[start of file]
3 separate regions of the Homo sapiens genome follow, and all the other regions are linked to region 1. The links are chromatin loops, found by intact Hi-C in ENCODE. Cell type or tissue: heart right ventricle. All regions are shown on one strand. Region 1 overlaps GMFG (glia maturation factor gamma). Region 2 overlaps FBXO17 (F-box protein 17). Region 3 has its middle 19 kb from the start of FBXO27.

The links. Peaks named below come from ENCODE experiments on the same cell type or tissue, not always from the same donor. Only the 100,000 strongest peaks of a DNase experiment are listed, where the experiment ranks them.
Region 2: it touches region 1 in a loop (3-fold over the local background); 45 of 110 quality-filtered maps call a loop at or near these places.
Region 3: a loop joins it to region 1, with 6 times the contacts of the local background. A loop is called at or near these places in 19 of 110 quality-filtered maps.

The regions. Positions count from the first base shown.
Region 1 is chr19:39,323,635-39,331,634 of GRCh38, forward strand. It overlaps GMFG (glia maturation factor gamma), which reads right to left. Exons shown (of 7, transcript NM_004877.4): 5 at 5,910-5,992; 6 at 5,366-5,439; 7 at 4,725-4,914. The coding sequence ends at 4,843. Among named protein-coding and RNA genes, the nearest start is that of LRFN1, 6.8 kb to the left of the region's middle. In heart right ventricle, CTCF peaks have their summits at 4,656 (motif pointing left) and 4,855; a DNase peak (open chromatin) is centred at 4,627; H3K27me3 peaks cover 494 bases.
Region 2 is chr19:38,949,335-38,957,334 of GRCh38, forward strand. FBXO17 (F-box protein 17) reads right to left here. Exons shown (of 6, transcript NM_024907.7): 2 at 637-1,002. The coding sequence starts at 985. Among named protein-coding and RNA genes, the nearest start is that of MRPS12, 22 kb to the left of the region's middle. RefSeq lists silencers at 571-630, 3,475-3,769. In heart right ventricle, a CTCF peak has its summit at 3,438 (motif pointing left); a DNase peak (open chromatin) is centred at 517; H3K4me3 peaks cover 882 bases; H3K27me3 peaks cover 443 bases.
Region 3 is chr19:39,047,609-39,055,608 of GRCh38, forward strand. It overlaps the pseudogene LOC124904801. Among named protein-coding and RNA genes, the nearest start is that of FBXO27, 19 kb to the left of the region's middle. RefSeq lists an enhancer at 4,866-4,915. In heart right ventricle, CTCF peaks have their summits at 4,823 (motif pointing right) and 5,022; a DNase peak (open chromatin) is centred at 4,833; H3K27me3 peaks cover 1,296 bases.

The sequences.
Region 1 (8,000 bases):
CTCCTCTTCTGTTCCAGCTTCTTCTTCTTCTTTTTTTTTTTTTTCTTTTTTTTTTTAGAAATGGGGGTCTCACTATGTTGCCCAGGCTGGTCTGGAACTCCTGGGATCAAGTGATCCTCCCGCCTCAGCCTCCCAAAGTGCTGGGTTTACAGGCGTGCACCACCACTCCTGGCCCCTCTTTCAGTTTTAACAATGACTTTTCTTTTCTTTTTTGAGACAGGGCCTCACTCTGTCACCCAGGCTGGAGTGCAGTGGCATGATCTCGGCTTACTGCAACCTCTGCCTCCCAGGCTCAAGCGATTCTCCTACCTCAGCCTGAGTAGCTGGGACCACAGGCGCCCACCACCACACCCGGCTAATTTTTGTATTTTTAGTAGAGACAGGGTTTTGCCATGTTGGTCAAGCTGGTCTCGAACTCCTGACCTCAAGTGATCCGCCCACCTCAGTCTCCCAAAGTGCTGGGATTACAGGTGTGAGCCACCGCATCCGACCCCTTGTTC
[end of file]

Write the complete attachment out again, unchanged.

3 separate regions of the Homo sapiens genome follow, and all the other regions are linked to region 1. The links are chromatin loops, found by intact Hi-C in ENCODE. Cell type or tissue: heart right ventricle. All regions are shown on one strand. Region 1 overlaps GMFG (glia maturation factor gamma). Region 2 overlaps FBXO17 (F-box protein 17). Region 3 has its middle 19 kb from the start of FBXO27.

The links. Peaks named below come from ENCODE experiments on the same cell type or tissue, not always from the same donor. Only the 100,000 strongest peaks of a DNase experiment are listed, where the experiment ranks them.
Region 2: it touches region 1 in a loop (3-fold over the local background); 45 of 110 quality-filtered maps call a loop at or near these places.
Region 3: a loop joins it to region 1, with 6 times the contacts of the local background. A loop is called at or near these places in 19 of 110 quality-filtered maps.

The regions. Positions count from the first base shown.
Region 1 is chr19:39,323,635-39,331,634 of GRCh38, forward strand. It overlaps GMFG (glia maturation factor gamma), which reads right to left. Exons shown (of 7, transcript NM_004877.4): 5 at 5,910-5,992; 6 at 5,366-5,439; 7 at 4,725-4,914. The coding sequence ends at 4,843. Among named protein-coding and RNA genes, the nearest start is that of LRFN1, 6.8 kb to the left of the region's middle. In heart right ventricle, CTCF peaks have their summits at 4,656 (motif pointing left) and 4,855; a DNase peak (open chromatin) is centred at 4,627; H3K27me3 peaks cover 494 bases.
Region 2 is chr19:38,949,335-38,957,334 of GRCh38, forward strand. FBXO17 (F-box protein 17) reads right to left here. Exons shown (of 6, transcript NM_024907.7): 2 at 637-1,002. The coding sequence starts at 985. Among named protein-coding and RNA genes, the nearest start is that of MRPS12, 22 kb to the left of the region's middle. RefSeq lists silencers at 571-630, 3,475-3,769. In heart right ventricle, a CTCF peak has its summit at 3,438 (motif pointing left); a DNase peak (open chromatin) is centred at 517; H3K4me3 peaks cover 882 bases; H3K27me3 peaks cover 443 bases.
Region 3 is chr19:39,047,609-39,055,608 of GRCh38, forward strand. It overlaps the pseudogene LOC124904801. Among named protein-coding and RNA genes, the nearest start is that of FBXO27, 19 kb to the left of the region's middle. RefSeq lists an enhancer at 4,866-4,915. In heart right ventricle, CTCF peaks have their summits at 4,823 (motif pointing right) and 5,022; a DNase peak (open chromatin) is centred at 4,833; H3K27me3 peaks cover 1,296 bases.

The sequences.
Region 1 (8,000 bases):
CTCCTCTTCTGTTCCAGCTTCTTCTTCTTCTTTTTTTTTTTTTTCTTTTTTTTTTTAGAAATGGGGGTCTCACTATGTTGCCCAGGCTGGTCTGGAACTCCTGGGATCAAGTGATCCTCCCGCCTCAGCCTCCCAAAGTGCTGGGTTTACAGGCGTGCACCACCACTCCTGGCCCCTCTTTCAGTTTTAACAATGACTTTTCTTTTCTTTTTTGAGACAGGGCCTCACTCTGTCACCCAGGCTGGAGTGCAGTGGCATGATCTCGGCTTACTGCAACCTCTGCCTCCCAGGCTCAAGCGATTCTCCTACCTCAGCCTGAGTAGCTGGGACCACAGGCGCCCACCACCACACCCGGCTAATTTTTGTATTTTTAGTAGAGACAGGGTTTTGCCATGTTGGTCAAGCTGGTCTCGAACTCCTGACCTCAAGTGATCCGCCCACCTCAGTCTCCCAAAGTGCTGGGATTACAGGTGTGAGCCACCGCATCCGACCCCTTGTTC